Dar Al Salam’s story could easily be described as one of the most disturbing documented cases of the struggle between the urban poor and the forces of corruption in the country. Their anguish has been allowed to continue for more than three decades and across three different political regimes. This case starkly displays the gross decadence that has crippled the post-independence Sudan state. A despicable web of hopeless bureaucracy, incompetent officials, corruption, greed, nepotism, racism, totalitarianism, class discrimination, and sheer selfishness combined with a complete disregard for human suffering.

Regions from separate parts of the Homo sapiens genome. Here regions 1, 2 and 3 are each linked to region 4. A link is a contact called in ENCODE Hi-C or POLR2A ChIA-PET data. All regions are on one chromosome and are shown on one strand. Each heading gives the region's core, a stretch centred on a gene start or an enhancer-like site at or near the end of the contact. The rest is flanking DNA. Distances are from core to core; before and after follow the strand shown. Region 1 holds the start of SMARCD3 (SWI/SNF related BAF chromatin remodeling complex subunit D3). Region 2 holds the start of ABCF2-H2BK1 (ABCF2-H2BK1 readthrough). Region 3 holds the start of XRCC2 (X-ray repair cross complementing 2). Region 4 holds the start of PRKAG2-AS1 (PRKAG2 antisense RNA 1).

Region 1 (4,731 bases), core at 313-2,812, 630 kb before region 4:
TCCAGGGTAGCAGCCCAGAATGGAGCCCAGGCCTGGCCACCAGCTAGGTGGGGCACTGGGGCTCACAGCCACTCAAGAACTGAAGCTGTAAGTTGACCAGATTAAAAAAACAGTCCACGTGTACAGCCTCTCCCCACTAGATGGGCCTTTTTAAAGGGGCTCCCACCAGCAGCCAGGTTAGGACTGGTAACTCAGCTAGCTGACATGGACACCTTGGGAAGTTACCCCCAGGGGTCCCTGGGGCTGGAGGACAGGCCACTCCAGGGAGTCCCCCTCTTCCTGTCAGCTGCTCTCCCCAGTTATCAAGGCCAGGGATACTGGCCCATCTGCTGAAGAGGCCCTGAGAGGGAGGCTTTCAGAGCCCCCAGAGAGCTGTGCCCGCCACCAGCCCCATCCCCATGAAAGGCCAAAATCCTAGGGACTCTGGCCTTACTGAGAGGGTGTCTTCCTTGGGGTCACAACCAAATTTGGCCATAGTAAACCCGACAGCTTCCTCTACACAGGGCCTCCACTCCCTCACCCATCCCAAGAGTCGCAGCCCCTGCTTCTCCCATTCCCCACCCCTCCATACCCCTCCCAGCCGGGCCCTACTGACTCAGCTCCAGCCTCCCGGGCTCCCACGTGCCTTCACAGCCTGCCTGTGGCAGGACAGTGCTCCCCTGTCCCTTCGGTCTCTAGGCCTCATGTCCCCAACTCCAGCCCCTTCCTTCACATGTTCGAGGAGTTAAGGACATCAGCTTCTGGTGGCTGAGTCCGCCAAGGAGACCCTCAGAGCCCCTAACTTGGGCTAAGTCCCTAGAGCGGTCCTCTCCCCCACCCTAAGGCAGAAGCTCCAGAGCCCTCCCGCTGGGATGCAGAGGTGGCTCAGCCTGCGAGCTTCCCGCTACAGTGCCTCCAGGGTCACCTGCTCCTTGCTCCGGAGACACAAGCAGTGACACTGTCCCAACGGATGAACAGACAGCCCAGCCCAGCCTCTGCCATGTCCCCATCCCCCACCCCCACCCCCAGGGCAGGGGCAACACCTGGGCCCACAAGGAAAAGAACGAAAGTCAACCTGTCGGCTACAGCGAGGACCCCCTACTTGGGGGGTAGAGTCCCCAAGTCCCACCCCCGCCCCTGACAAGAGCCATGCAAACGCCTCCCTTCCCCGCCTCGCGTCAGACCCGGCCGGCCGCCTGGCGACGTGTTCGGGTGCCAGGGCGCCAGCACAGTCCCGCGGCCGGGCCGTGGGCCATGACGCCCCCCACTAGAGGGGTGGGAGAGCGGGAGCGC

What Dar Al Salam’s residents have wanted all along is very simple – a secure housing settlement for them and their families. And why not? They are hard workers, contributing immensely to the economy of this country in the textile industry and other factories in the Al Bagier region. However, they have been consistently lied to and manipulated, promised and denied, and then finally in June 2003 their promised land was sold secretly to the highest bidder who turned out to be a foreign investor wishing to build, ironically, a so-called “Dream Land”. The unfortunate people of Dar Al Salam were the last ones to know about this deal. Manipulation in this case has no moral boundary; in early 2003 the same commissioner visited Dar Al Salam to celebrate a National Anniversary in the village. He promised the people that all services would be provided and that the confiscation resolution was only a rumor, and in his words, “This land now belongs to you”.